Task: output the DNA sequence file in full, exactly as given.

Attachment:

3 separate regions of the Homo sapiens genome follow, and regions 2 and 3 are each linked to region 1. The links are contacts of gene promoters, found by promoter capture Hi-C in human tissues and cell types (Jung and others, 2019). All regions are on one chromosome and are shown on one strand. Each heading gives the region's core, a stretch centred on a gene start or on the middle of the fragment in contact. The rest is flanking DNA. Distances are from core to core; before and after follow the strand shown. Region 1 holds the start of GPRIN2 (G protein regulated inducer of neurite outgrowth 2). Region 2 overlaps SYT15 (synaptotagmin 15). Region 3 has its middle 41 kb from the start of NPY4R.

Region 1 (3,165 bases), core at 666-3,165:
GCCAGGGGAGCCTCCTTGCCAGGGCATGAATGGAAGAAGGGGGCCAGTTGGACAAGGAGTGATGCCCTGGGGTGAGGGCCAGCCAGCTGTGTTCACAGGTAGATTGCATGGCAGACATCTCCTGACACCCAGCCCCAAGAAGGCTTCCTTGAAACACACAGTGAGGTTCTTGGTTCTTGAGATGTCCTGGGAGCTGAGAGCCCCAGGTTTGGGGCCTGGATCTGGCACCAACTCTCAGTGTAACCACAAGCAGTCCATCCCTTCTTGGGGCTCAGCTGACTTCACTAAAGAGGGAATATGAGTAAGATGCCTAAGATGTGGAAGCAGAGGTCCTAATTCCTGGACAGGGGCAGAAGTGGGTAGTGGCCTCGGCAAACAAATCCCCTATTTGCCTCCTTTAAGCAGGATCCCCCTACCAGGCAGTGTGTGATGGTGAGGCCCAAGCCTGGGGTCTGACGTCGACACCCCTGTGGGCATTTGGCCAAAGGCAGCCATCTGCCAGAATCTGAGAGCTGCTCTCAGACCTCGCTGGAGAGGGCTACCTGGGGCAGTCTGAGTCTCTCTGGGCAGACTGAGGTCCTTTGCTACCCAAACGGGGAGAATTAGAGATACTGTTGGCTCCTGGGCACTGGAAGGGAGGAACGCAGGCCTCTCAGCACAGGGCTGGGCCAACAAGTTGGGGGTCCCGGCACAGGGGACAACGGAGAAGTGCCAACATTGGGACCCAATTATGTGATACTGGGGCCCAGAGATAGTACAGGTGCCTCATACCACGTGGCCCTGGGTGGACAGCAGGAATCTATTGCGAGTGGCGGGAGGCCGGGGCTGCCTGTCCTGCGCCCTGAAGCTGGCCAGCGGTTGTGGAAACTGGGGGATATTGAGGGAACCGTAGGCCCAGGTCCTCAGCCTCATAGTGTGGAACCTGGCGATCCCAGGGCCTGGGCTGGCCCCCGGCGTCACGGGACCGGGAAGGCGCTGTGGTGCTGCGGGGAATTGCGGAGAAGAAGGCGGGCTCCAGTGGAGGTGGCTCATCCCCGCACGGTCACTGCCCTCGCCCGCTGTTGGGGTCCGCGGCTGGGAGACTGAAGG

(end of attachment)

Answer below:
3 separate regions of the Homo sapiens genome follow, and regions 2 and 3 are each linked to region 1. The links are contacts of gene promoters, found by promoter capture Hi-C in human tissues and cell types (Jung and others, 2019). All regions are on one chromosome and are shown on one strand. Each heading gives the region's core, a stretch centred on a gene start or on the middle of the fragment in contact. The rest is flanking DNA. Distances are from core to core; before and after follow the strand shown. Region 1 holds the start of GPRIN2 (G protein regulated inducer of neurite outgrowth 2). Region 2 overlaps SYT15 (synaptotagmin 15). Region 3 has its middle 41 kb from the start of NPY4R.

Region 1 (3,165 bases), core at 666-3,165:
GCCAGGGGAGCCTCCTTGCCAGGGCATGAATGGAAGAAGGGGGCCAGTTGGACAAGGAGTGATGCCCTGGGGTGAGGGCCAGCCAGCTGTGTTCACAGGTAGATTGCATGGCAGACATCTCCTGACACCCAGCCCCAAGAAGGCTTCCTTGAAACACACAGTGAGGTTCTTGGTTCTTGAGATGTCCTGGGAGCTGAGAGCCCCAGGTTTGGGGCCTGGATCTGGCACCAACTCTCAGTGTAACCACAAGCAGTCCATCCCTTCTTGGGGCTCAGCTGACTTCACTAAAGAGGGAATATGAGTAAGATGCCTAAGATGTGGAAGCAGAGGTCCTAATTCCTGGACAGGGGCAGAAGTGGGTAGTGGCCTCGGCAAACAAATCCCCTATTTGCCTCCTTTAAGCAGGATCCCCCTACCAGGCAGTGTGTGATGGTGAGGCCCAAGCCTGGGGTCTGACGTCGACACCCCTGTGGGCATTTGGCCAAAGGCAGCCATCTGCCAGAATCTGAGAGCTGCTCTCAGACCTCGCTGGAGAGGGCTACCTGGGGCAGTCTGAGTCTCTCTGGGCAGACTGAGGTCCTTTGCTACCCAAACGGGGAGAATTAGAGATACTGTTGGCTCCTGGGCACTGGAAGGGAGGAACGCAGGCCTCTCAGCACAGGGCTGGGCCAACAAGTTGGGGGTCCCGGCACAGGGGACAACGGAGAAGTGCCAACATTGGGACCCAATTATGTGATACTGGGGCCCAGAGATAGTACAGGTGCCTCATACCACGTGGCCCTGGGTGGACAGCAGGAATCTATTGCGAGTGGCGGGAGGCCGGGGCTGCCTGTCCTGCGCCCTGAAGCTGGCCAGCGGTTGTGGAAACTGGGGGATATTGAGGGAACCGTAGGCCCAGGTCCTCAGCCTCATAGTGTGGAACCTGGCGATCCCAGGGCCTGGGCTGGCCCCCGGCGTCACGGGACCGGGAAGGCGCTGTGGTGCTGCGGGGAATTGCGGAGAAGAAGGCGGGCTCCAGTGGAGGTGGCTCATCCCCGCACGGTCACTGCCCTCGCCCGCTGTTGGGGTCCGCGGCTGGGAGACTGAAGG